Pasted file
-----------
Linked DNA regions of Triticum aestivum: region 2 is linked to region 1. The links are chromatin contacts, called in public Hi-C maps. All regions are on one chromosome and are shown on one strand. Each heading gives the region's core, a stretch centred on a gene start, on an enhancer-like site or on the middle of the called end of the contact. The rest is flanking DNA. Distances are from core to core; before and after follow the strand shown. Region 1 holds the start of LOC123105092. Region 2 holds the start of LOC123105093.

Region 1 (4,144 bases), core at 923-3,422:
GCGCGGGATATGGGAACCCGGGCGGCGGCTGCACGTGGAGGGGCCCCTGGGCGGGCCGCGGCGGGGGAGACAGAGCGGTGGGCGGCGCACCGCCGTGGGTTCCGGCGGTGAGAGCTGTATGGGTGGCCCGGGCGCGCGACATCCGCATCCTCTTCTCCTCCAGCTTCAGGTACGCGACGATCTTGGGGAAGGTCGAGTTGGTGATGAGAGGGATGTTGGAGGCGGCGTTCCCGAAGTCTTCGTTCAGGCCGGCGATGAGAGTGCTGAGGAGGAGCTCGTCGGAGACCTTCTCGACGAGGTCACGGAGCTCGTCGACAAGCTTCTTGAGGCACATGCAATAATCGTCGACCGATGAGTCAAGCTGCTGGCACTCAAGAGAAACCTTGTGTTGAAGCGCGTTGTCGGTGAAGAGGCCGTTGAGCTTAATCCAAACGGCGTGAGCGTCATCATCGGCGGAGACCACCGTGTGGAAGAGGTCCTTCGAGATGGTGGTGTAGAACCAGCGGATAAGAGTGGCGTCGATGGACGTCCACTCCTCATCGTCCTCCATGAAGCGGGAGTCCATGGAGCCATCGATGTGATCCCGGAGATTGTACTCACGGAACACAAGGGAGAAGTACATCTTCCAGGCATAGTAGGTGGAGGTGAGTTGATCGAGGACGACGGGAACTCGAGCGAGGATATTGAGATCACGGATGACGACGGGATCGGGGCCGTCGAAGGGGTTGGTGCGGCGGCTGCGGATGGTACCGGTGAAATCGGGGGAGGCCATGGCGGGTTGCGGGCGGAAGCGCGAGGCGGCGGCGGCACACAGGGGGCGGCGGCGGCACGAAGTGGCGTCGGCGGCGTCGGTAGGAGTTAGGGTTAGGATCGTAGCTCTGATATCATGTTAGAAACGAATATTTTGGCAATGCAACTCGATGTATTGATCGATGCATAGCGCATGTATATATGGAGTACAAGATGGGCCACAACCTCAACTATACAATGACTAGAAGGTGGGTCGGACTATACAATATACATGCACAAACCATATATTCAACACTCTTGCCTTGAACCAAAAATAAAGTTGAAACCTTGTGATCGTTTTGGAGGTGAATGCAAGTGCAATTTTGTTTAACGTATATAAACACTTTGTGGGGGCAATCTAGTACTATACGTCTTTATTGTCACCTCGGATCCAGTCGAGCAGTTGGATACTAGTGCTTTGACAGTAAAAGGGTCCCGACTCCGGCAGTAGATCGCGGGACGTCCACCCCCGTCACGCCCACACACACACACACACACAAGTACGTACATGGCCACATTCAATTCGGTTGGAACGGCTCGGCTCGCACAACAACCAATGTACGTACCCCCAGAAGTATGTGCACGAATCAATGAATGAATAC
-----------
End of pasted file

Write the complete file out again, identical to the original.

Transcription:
Linked DNA regions of Triticum aestivum: region 2 is linked to region 1. The links are chromatin contacts, called in public Hi-C maps. All regions are on one chromosome and are shown on one strand. Each heading gives the region's core, a stretch centred on a gene start, on an enhancer-like site or on the middle of the called end of the contact. The rest is flanking DNA. Distances are from core to core; before and after follow the strand shown. Region 1 holds the start of LOC123105092. Region 2 holds the start of LOC123105093.

Region 1 (4,144 bases), core at 923-3,422:
GCGCGGGATATGGGAACCCGGGCGGCGGCTGCACGTGGAGGGGCCCCTGGGCGGGCCGCGGCGGGGGAGACAGAGCGGTGGGCGGCGCACCGCCGTGGGTTCCGGCGGTGAGAGCTGTATGGGTGGCCCGGGCGCGCGACATCCGCATCCTCTTCTCCTCCAGCTTCAGGTACGCGACGATCTTGGGGAAGGTCGAGTTGGTGATGAGAGGGATGTTGGAGGCGGCGTTCCCGAAGTCTTCGTTCAGGCCGGCGATGAGAGTGCTGAGGAGGAGCTCGTCGGAGACCTTCTCGACGAGGTCACGGAGCTCGTCGACAAGCTTCTTGAGGCACATGCAATAATCGTCGACCGATGAGTCAAGCTGCTGGCACTCAAGAGAAACCTTGTGTTGAAGCGCGTTGTCGGTGAAGAGGCCGTTGAGCTTAATCCAAACGGCGTGAGCGTCATCATCGGCGGAGACCACCGTGTGGAAGAGGTCCTTCGAGATGGTGGTGTAGAACCAGCGGATAAGAGTGGCGTCGATGGACGTCCACTCCTCATCGTCCTCCATGAAGCGGGAGTCCATGGAGCCATCGATGTGATCCCGGAGATTGTACTCACGGAACACAAGGGAGAAGTACATCTTCCAGGCATAGTAGGTGGAGGTGAGTTGATCGAGGACGACGGGAACTCGAGCGAGGATATTGAGATCACGGATGACGACGGGATCGGGGCCGTCGAAGGGGTTGGTGCGGCGGCTGCGGATGGTACCGGTGAAATCGGGGGAGGCCATGGCGGGTTGCGGGCGGAAGCGCGAGGCGGCGGCGGCACACAGGGGGCGGCGGCGGCACGAAGTGGCGTCGGCGGCGTCGGTAGGAGTTAGGGTTAGGATCGTAGCTCTGATATCATGTTAGAAACGAATATTTTGGCAATGCAACTCGATGTATTGATCGATGCATAGCGCATGTATATATGGAGTACAAGATGGGCCACAACCTCAACTATACAATGACTAGAAGGTGGGTCGGACTATACAATATACATGCACAAACCATATATTCAACACTCTTGCCTTGAACCAAAAATAAAGTTGAAACCTTGTGATCGTTTTGGAGGTGAATGCAAGTGCAATTTTGTTTAACGTATATAAACACTTTGTGGGGGCAATCTAGTACTATACGTCTTTATTGTCACCTCGGATCCAGTCGAGCAGTTGGATACTAGTGCTTTGACAGTAAAAGGGTCCCGACTCCGGCAGTAGATCGCGGGACGTCCACCCCCGTCACGCCCACACACACACACACACACAAGTACGTACATGGCCACATTCAATTCGGTTGGAACGGCTCGGCTCGCACAACAACCAATGTACGTACCCCCAGAAGTATGTGCACGAATCAATGAATGAATAC